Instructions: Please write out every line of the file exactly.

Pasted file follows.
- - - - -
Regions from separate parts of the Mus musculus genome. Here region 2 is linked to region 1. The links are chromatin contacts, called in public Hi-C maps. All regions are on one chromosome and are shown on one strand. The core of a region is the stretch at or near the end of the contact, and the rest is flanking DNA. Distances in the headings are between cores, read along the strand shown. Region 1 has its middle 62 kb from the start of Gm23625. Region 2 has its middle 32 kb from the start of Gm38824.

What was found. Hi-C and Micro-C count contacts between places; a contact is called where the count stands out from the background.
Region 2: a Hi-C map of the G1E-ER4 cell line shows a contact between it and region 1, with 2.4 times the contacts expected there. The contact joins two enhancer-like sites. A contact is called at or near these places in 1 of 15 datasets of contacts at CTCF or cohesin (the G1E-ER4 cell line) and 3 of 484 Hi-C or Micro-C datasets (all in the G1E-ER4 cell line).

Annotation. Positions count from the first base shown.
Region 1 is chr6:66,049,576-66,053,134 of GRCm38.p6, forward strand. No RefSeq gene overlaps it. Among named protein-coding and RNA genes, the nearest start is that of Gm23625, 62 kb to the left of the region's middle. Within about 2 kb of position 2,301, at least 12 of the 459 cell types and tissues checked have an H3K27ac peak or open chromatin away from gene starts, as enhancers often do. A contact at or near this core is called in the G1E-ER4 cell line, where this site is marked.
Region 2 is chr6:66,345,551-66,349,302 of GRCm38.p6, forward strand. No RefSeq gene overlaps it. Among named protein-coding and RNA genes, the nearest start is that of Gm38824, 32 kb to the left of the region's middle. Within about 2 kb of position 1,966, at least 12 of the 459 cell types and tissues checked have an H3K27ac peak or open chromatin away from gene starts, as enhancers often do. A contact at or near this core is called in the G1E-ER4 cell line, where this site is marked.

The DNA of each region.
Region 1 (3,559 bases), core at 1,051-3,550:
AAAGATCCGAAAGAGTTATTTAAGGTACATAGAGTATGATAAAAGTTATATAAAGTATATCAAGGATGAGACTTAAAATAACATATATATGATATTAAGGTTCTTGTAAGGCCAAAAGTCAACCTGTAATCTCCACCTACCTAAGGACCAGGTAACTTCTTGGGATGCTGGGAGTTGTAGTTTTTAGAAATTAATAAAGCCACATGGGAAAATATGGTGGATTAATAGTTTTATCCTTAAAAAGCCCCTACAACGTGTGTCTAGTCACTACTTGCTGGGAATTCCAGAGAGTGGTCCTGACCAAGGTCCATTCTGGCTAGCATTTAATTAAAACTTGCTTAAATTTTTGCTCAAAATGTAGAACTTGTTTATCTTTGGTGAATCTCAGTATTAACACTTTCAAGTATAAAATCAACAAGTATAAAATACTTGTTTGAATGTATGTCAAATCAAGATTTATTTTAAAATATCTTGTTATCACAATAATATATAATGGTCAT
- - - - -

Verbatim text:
Regions from separate parts of the Mus musculus genome. Here region 2 is linked to region 1. The links are chromatin contacts, called in public Hi-C maps. All regions are on one chromosome and are shown on one strand. The core of a region is the stretch at or near the end of the contact, and the rest is flanking DNA. Distances in the headings are between cores, read along the strand shown. Region 1 has its middle 62 kb from the start of Gm23625. Region 2 has its middle 32 kb from the start of Gm38824.

What was found. Hi-C and Micro-C count contacts between places; a contact is called where the count stands out from the background.
Region 2: a Hi-C map of the G1E-ER4 cell line shows a contact between it and region 1, with 2.4 times the contacts expected there. The contact joins two enhancer-like sites. A contact is called at or near these places in 1 of 15 datasets of contacts at CTCF or cohesin (the G1E-ER4 cell line) and 3 of 484 Hi-C or Micro-C datasets (all in the G1E-ER4 cell line).

Annotation. Positions count from the first base shown.
Region 1 is chr6:66,049,576-66,053,134 of GRCm38.p6, forward strand. No RefSeq gene overlaps it. Among named protein-coding and RNA genes, the nearest start is that of Gm23625, 62 kb to the left of the region's middle. Within about 2 kb of position 2,301, at least 12 of the 459 cell types and tissues checked have an H3K27ac peak or open chromatin away from gene starts, as enhancers often do. A contact at or near this core is called in the G1E-ER4 cell line, where this site is marked.
Region 2 is chr6:66,345,551-66,349,302 of GRCm38.p6, forward strand. No RefSeq gene overlaps it. Among named protein-coding and RNA genes, the nearest start is that of Gm38824, 32 kb to the left of the region's middle. Within about 2 kb of position 1,966, at least 12 of the 459 cell types and tissues checked have an H3K27ac peak or open chromatin away from gene starts, as enhancers often do. A contact at or near this core is called in the G1E-ER4 cell line, where this site is marked.

The DNA of each region.
Region 1 (3,559 bases), core at 1,051-3,550:
AAAGATCCGAAAGAGTTATTTAAGGTACATAGAGTATGATAAAAGTTATATAAAGTATATCAAGGATGAGACTTAAAATAACATATATATGATATTAAGGTTCTTGTAAGGCCAAAAGTCAACCTGTAATCTCCACCTACCTAAGGACCAGGTAACTTCTTGGGATGCTGGGAGTTGTAGTTTTTAGAAATTAATAAAGCCACATGGGAAAATATGGTGGATTAATAGTTTTATCCTTAAAAAGCCCCTACAACGTGTGTCTAGTCACTACTTGCTGGGAATTCCAGAGAGTGGTCCTGACCAAGGTCCATTCTGGCTAGCATTTAATTAAAACTTGCTTAAATTTTTGCTCAAAATGTAGAACTTGTTTATCTTTGGTGAATCTCAGTATTAACACTTTCAAGTATAAAATCAACAAGTATAAAATACTTGTTTGAATGTATGTCAAATCAAGATTTATTTTAAAATATCTTGTTATCACAATAATATATAATGGTCAT